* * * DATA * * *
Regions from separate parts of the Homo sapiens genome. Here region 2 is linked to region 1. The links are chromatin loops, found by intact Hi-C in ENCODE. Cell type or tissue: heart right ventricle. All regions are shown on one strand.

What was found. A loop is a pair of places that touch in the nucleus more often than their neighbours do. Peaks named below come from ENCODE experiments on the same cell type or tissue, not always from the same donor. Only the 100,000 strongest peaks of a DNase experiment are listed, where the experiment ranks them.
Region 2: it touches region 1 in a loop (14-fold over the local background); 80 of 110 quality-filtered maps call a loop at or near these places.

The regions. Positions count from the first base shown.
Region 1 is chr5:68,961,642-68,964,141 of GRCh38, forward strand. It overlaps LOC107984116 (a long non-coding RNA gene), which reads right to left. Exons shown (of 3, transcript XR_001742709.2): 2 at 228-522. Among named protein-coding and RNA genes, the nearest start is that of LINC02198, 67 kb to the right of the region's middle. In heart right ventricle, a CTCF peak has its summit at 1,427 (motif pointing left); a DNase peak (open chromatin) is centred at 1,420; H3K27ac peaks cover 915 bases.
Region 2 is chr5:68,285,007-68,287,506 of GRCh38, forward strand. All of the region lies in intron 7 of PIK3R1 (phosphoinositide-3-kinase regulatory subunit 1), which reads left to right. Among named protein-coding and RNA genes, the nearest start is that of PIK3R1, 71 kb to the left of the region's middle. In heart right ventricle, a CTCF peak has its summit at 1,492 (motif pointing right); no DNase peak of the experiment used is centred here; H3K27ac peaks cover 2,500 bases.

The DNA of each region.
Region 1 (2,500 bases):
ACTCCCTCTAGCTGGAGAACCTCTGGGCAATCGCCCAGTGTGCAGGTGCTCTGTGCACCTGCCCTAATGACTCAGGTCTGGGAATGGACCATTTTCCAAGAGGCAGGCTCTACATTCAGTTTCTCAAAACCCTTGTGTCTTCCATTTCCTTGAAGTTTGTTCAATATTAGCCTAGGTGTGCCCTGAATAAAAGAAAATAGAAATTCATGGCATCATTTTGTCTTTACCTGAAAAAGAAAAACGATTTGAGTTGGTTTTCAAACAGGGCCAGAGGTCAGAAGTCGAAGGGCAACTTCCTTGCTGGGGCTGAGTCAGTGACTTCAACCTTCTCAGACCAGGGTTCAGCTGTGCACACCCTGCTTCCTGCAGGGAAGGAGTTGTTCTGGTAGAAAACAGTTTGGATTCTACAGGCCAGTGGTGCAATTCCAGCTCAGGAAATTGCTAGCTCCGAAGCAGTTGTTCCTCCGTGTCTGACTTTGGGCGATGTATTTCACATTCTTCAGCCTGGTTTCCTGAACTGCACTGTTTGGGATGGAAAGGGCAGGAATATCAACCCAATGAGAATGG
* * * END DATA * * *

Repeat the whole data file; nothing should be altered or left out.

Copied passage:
Regions from separate parts of the Homo sapiens genome. Here region 2 is linked to region 1. The links are chromatin loops, found by intact Hi-C in ENCODE. Cell type or tissue: heart right ventricle. All regions are shown on one strand.

What was found. A loop is a pair of places that touch in the nucleus more often than their neighbours do. Peaks named below come from ENCODE experiments on the same cell type or tissue, not always from the same donor. Only the 100,000 strongest peaks of a DNase experiment are listed, where the experiment ranks them.
Region 2: it touches region 1 in a loop (14-fold over the local background); 80 of 110 quality-filtered maps call a loop at or near these places.

The regions. Positions count from the first base shown.
Region 1 is chr5:68,961,642-68,964,141 of GRCh38, forward strand. It overlaps LOC107984116 (a long non-coding RNA gene), which reads right to left. Exons shown (of 3, transcript XR_001742709.2): 2 at 228-522. Among named protein-coding and RNA genes, the nearest start is that of LINC02198, 67 kb to the right of the region's middle. In heart right ventricle, a CTCF peak has its summit at 1,427 (motif pointing left); a DNase peak (open chromatin) is centred at 1,420; H3K27ac peaks cover 915 bases.
Region 2 is chr5:68,285,007-68,287,506 of GRCh38, forward strand. All of the region lies in intron 7 of PIK3R1 (phosphoinositide-3-kinase regulatory subunit 1), which reads left to right. Among named protein-coding and RNA genes, the nearest start is that of PIK3R1, 71 kb to the left of the region's middle. In heart right ventricle, a CTCF peak has its summit at 1,492 (motif pointing right); no DNase peak of the experiment used is centred here; H3K27ac peaks cover 2,500 bases.

The DNA of each region.
Region 1 (2,500 bases):
ACTCCCTCTAGCTGGAGAACCTCTGGGCAATCGCCCAGTGTGCAGGTGCTCTGTGCACCTGCCCTAATGACTCAGGTCTGGGAATGGACCATTTTCCAAGAGGCAGGCTCTACATTCAGTTTCTCAAAACCCTTGTGTCTTCCATTTCCTTGAAGTTTGTTCAATATTAGCCTAGGTGTGCCCTGAATAAAAGAAAATAGAAATTCATGGCATCATTTTGTCTTTACCTGAAAAAGAAAAACGATTTGAGTTGGTTTTCAAACAGGGCCAGAGGTCAGAAGTCGAAGGGCAACTTCCTTGCTGGGGCTGAGTCAGTGACTTCAACCTTCTCAGACCAGGGTTCAGCTGTGCACACCCTGCTTCCTGCAGGGAAGGAGTTGTTCTGGTAGAAAACAGTTTGGATTCTACAGGCCAGTGGTGCAATTCCAGCTCAGGAAATTGCTAGCTCCGAAGCAGTTGTTCCTCCGTGTCTGACTTTGGGCGATGTATTTCACATTCTTCAGCCTGGTTTCCTGAACTGCACTGTTTGGGATGGAAAGGGCAGGAATATCAACCCAATGAGAATGG